Danford didn't have the best Hlinka/Gretzky Cup, but you can't overlook how steady he was for the rebuilding Generals last year. A lot of those weak puck plays that we saw at the Hlinka did not happen last year and I think that points to a young man who was pressing a bit under the pressure of the event and the scouting presence. If anything, I thought Danford's decision making with the puck, especially in the offensive zone, was a strength as a rookie. He holds the offensive blueline well. Danford also defends well, using strong skating ability to stay ahead of attackers. Like a few others on this list, he doesn't have elite size/reach, but he showed well as a rookie with a good stick and anticipation. The key for Danford will be shaking that dreaded, "jack of all trades" label. Here we have an average sized defender who looks good at both ends, but who currently lacks a tool that I would label as well above average. Those can be the types that look great as OHL rookies, but who then fail to take that next step as others catch up to them physically. Right now, he very much deserves to be ranked in this range, but progression will be needed at both ends in order for him to hold this spot.
10. Cole Beaudoin - Center - Barrie Colts
The surprise of the Hlinka/Gretzky Cup as one of Canada's best and most consistent players. Last year as an OHL rookie, I thought he largely looked over his head. His lack of dynamic skating really held him back and kept him behind the play. But the player we saw at the Hlinka/Gretzky looked like a potential NHL first round selection. Firstly, it's obvious that improving his skating was a focus this offseason. His linear quickness and speed looked considerably improved. It allowed Beaudoin to be a dynamite forechecker and penalty killer. There's definitely still room for him to improve his agility and East/West movement, but Rome wasn't built in a day. What Beaudoin is, is a potential all situations, two-way center. I'm very curious to see how he carves out a larger role in Barrie this season.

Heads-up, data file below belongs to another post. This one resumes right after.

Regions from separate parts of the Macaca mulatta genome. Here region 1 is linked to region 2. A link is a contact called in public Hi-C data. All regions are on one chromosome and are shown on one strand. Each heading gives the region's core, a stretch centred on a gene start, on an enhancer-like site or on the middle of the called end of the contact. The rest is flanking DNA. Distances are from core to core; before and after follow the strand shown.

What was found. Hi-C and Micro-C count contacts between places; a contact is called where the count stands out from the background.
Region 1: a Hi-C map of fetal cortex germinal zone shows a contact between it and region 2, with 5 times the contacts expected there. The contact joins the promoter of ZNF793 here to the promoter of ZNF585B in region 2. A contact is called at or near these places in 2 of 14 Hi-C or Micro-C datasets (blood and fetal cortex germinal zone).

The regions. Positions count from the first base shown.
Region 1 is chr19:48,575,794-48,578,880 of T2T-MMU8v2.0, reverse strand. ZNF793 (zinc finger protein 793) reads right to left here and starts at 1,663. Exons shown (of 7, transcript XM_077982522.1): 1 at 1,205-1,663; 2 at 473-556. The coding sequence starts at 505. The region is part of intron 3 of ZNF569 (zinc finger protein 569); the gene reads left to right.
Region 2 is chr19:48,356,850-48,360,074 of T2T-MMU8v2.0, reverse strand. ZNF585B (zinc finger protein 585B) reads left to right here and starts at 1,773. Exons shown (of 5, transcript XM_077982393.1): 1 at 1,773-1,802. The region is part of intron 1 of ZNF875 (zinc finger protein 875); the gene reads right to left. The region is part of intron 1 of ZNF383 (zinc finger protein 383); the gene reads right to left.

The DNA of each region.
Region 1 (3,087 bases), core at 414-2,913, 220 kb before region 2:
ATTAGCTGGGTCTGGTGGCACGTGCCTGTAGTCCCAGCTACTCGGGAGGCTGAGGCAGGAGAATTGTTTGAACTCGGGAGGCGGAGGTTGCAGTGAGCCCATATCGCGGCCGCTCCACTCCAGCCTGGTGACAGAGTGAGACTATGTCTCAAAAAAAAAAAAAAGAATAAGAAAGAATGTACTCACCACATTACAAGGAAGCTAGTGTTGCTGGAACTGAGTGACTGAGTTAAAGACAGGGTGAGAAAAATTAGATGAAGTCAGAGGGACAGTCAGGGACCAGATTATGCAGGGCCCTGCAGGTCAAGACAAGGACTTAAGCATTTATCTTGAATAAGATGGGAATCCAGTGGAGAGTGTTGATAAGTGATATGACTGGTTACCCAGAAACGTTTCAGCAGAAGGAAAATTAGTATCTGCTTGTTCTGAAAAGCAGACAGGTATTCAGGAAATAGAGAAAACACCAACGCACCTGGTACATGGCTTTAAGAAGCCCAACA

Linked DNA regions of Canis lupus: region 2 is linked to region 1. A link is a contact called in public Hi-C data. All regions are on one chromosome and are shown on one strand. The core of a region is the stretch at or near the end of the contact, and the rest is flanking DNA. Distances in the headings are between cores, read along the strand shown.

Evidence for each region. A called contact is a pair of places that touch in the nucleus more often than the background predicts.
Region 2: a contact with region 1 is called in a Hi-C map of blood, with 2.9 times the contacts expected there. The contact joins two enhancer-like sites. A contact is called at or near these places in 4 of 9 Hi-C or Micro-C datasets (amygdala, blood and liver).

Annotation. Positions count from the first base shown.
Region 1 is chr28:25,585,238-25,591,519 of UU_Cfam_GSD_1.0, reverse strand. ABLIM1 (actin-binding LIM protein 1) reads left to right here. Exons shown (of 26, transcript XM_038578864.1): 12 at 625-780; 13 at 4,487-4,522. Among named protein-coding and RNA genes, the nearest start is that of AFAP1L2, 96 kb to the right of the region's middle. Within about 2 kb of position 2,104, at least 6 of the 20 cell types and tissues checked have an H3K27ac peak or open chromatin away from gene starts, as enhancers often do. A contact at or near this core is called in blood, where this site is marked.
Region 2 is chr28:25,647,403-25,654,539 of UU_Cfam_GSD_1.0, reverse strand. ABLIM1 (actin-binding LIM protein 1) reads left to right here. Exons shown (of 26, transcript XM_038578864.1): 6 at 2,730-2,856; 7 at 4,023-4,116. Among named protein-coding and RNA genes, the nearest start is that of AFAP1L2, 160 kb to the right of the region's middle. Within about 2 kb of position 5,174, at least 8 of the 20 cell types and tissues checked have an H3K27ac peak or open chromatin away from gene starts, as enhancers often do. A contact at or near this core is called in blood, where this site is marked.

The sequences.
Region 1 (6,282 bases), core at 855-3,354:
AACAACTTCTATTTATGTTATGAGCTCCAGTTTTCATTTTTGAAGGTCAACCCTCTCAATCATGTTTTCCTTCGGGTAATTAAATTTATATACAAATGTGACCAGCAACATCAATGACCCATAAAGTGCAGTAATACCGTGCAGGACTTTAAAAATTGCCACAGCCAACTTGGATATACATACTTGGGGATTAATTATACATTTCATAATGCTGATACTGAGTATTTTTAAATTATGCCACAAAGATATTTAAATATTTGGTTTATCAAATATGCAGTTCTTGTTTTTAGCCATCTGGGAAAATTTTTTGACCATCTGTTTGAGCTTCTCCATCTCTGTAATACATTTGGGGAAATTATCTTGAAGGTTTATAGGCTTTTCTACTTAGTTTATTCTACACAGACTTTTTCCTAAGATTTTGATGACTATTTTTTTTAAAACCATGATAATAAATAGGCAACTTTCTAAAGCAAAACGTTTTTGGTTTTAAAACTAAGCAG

11. Jack Van Volsen - Center/Wing - Mississauga Steelheads
The need for Van Volsen is simple. Get stronger. Get quicker. Anyone who saw Van Volsen play for the Toronto Jr. Canadiens knows that he is one of the most skilled players in the age group. However, I felt that he wasn't able to truly play his hard working style of game last year because he was consistently outmuscled off the puck. This resulted in him being primarily a complementary piece who relied on others to make plays for him, which certainly wasn't the case as a U16 player. Let's see if he put in the work this offseason to take his game to another level. Can he get back to dominating shifts in the cycle, dominating the net front, and being a primary play driver? It should also be noted that Van Volsen has a terrific shot and high end scoring potential. Among any forward on this list, his offensive upside might be the highest.
12. Luke Misa - Center - Mississauga Steelheads
Admittedly, I came away disappointed in Misa's development last year as a sophomore. Part of it was ice time related, but I also felt like his game didn't truly take that next step. Luckily for him, he's a late birthday, which means he is first time NHL draft eligible this year and that gives him another year to prove his chops. The backbone of Misa's game is his skating ability. He is absolutely dynamic in transition because of his speed. Misa is also a competent two-way player who is committed on the backcheck and who has the opportunity to develop into a really good penalty killer because of his speed and tenaciousness. Can Misa's offensive game take that next step this year though? Will the hands catch up to the feet? Can he be stronger on the puck to create when the game slows down and show an ability to get to the net consistently? Surrounded by some great young talent in Mississauga, he's going to be set up with a really nice opportunity to show that he deserves to be highly thought of for this draft.